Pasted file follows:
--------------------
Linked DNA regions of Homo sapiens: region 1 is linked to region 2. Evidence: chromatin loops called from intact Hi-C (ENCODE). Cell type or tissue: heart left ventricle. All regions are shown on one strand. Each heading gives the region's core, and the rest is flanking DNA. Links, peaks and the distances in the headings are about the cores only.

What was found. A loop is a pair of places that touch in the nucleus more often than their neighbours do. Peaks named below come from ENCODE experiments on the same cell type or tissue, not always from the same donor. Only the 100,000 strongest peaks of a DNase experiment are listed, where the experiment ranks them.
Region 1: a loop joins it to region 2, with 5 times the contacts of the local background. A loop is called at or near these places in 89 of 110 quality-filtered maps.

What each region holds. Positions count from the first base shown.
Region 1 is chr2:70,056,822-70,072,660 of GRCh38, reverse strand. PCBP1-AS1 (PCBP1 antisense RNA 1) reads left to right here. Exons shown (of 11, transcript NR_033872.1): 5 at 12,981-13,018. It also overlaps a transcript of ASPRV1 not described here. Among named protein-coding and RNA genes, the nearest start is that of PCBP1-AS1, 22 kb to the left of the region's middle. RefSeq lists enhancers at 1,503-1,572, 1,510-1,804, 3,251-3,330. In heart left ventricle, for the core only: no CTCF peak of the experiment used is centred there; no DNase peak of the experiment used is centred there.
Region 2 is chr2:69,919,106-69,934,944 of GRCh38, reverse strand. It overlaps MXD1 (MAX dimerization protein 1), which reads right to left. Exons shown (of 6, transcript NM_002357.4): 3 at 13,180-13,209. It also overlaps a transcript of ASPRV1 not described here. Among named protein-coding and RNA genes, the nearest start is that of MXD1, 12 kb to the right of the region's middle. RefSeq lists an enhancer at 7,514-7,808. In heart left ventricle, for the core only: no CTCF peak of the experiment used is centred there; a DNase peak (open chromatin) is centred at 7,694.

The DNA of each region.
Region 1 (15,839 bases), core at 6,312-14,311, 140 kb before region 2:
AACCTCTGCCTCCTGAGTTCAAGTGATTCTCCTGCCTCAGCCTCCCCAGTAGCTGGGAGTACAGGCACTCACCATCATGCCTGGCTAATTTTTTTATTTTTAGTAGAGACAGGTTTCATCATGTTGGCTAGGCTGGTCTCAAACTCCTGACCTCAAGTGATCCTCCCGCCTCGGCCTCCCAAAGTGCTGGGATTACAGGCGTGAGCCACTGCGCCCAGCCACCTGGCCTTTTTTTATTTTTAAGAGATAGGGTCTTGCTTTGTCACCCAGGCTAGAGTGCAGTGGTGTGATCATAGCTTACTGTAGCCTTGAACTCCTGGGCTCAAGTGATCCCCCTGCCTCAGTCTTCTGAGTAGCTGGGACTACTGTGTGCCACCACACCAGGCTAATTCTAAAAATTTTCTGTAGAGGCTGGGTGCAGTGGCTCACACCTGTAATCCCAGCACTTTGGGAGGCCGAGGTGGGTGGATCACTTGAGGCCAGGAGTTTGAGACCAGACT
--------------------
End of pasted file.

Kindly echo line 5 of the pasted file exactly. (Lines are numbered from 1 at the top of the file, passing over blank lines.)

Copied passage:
Region 1 is chr2:70,056,822-70,072,660 of GRCh38, reverse strand. PCBP1-AS1 (PCBP1 antisense RNA 1) reads left to right here. Exons shown (of 11, transcript NR_033872.1): 5 at 12,981-13,018. It also overlaps a transcript of ASPRV1 not described here. Among named protein-coding and RNA genes, the nearest start is that of PCBP1-AS1, 22 kb to the left of the region's middle. RefSeq lists enhancers at 1,503-1,572, 1,510-1,804, 3,251-3,330. In heart left ventricle, for the core only: no CTCF peak of the experiment used is centred there; no DNase peak of the experiment used is centred there.